Visually impaired grateful for white canes
Members of the Lions Club of Clarendon recently donated much-needed canes to visually impaired Collin Dale, Joseph Lewis and Cephus Alexander.
Sherime Powell, chairperson of Clarendon Lions Club sight and health group, explained to The Gleaner that Lions Club International was celebrating international sight month, and the Clarendon's Lions Club marked the occassion with a march through May Pen and the donation of the canes.
"March is sight month worldwide, so we in Clarendon are celebrating the occasion. So far we have marched from the stoplight at Glenmuir Road, to the car park, we have also given away three white canes ... and we will continue our sight-awareness work here in May Pen," Powell explained.
An appreciative Lewis, who travels from Johns Hall (some 50 miles) daily to May Pen, informed The Gleaner that he had a cane before, but it had become discoloured and could not fold when he was travelling on buses.
"This one is better, because it can fold up when I am going on the bus and, since it is a white one, as they see me, they will know I am a blind person, so I am glad for this one that I get," said the 67-year-old Lewis.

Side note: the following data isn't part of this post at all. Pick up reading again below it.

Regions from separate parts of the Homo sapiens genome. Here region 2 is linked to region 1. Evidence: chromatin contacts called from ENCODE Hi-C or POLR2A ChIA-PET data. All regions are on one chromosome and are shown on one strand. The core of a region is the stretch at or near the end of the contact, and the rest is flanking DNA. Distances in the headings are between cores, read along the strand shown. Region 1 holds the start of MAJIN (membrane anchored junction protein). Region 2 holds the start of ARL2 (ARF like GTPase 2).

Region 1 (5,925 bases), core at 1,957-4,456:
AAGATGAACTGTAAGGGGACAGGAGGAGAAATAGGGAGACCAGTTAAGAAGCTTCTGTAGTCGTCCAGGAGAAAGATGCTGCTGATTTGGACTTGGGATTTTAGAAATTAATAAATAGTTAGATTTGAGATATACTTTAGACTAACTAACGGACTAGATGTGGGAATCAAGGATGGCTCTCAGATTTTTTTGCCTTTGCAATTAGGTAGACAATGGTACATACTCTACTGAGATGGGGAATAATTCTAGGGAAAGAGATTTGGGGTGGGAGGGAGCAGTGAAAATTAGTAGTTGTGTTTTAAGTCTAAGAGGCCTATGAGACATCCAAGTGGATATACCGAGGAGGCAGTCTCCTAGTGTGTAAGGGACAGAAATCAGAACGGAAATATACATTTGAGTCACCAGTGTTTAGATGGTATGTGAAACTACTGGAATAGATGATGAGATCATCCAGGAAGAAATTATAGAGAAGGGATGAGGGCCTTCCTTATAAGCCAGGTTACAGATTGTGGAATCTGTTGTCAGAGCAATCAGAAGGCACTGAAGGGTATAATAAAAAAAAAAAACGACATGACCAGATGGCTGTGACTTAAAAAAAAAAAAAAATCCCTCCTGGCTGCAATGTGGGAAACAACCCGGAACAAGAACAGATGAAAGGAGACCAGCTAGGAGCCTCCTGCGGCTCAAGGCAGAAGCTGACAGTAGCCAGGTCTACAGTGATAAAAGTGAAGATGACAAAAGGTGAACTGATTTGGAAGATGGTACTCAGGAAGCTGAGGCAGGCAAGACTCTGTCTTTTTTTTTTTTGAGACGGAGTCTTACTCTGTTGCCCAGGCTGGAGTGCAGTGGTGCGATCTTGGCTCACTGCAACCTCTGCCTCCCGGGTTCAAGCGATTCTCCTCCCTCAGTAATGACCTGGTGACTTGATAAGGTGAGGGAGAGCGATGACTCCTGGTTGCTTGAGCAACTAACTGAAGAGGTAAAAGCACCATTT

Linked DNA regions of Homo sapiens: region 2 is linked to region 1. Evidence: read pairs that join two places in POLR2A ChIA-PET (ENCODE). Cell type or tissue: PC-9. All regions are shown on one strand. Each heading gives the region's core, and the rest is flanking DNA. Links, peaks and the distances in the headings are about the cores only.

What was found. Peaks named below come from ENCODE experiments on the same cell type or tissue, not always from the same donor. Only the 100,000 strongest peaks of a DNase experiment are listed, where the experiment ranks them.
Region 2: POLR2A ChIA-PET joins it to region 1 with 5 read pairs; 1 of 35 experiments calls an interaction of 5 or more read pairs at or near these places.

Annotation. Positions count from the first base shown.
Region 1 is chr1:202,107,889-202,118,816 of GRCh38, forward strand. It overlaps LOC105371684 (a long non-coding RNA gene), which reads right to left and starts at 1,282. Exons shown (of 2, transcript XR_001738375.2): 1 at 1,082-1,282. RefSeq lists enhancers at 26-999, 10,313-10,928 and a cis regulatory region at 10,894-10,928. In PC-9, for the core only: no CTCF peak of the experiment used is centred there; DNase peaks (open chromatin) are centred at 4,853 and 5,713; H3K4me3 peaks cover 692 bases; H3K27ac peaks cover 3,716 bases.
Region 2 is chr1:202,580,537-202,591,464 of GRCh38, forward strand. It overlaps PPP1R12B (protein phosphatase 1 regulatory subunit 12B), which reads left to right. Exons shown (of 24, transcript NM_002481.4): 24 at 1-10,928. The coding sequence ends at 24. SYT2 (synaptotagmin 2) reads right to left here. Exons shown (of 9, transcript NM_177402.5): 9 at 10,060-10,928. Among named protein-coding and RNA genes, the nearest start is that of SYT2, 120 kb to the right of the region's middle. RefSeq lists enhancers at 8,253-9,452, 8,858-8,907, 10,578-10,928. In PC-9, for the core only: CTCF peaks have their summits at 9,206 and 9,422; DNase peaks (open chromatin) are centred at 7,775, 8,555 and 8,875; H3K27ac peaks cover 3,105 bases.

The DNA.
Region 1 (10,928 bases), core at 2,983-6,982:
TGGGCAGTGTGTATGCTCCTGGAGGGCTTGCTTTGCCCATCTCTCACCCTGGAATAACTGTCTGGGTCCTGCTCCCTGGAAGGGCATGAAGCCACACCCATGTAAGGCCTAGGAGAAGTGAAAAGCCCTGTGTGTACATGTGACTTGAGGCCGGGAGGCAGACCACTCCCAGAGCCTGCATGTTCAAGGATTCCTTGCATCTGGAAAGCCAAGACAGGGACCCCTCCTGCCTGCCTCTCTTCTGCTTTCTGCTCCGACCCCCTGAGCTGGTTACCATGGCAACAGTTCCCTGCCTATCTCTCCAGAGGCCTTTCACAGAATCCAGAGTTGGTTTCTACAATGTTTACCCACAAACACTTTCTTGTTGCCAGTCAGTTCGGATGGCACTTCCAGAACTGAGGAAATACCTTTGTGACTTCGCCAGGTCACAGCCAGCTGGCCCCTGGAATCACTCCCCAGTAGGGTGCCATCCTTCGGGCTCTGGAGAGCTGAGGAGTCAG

"I have been blind since I was three years old and have been coming to May Pen to play my recorder for the past 37 years, so I have to have a cane at all times," added Lewis.
An equally appreciative Dale, who used a simple piece of stick to aid in his movements, said, "This is my first real cane and I am glad for it because, as you know, when the vehicles see me with me little piece of stick, they think that a something wrong with my foot and anything can happen to me then, so when them see me with the white cane they will know that I am blind and treat me more careful as from now."
- Horace Fisher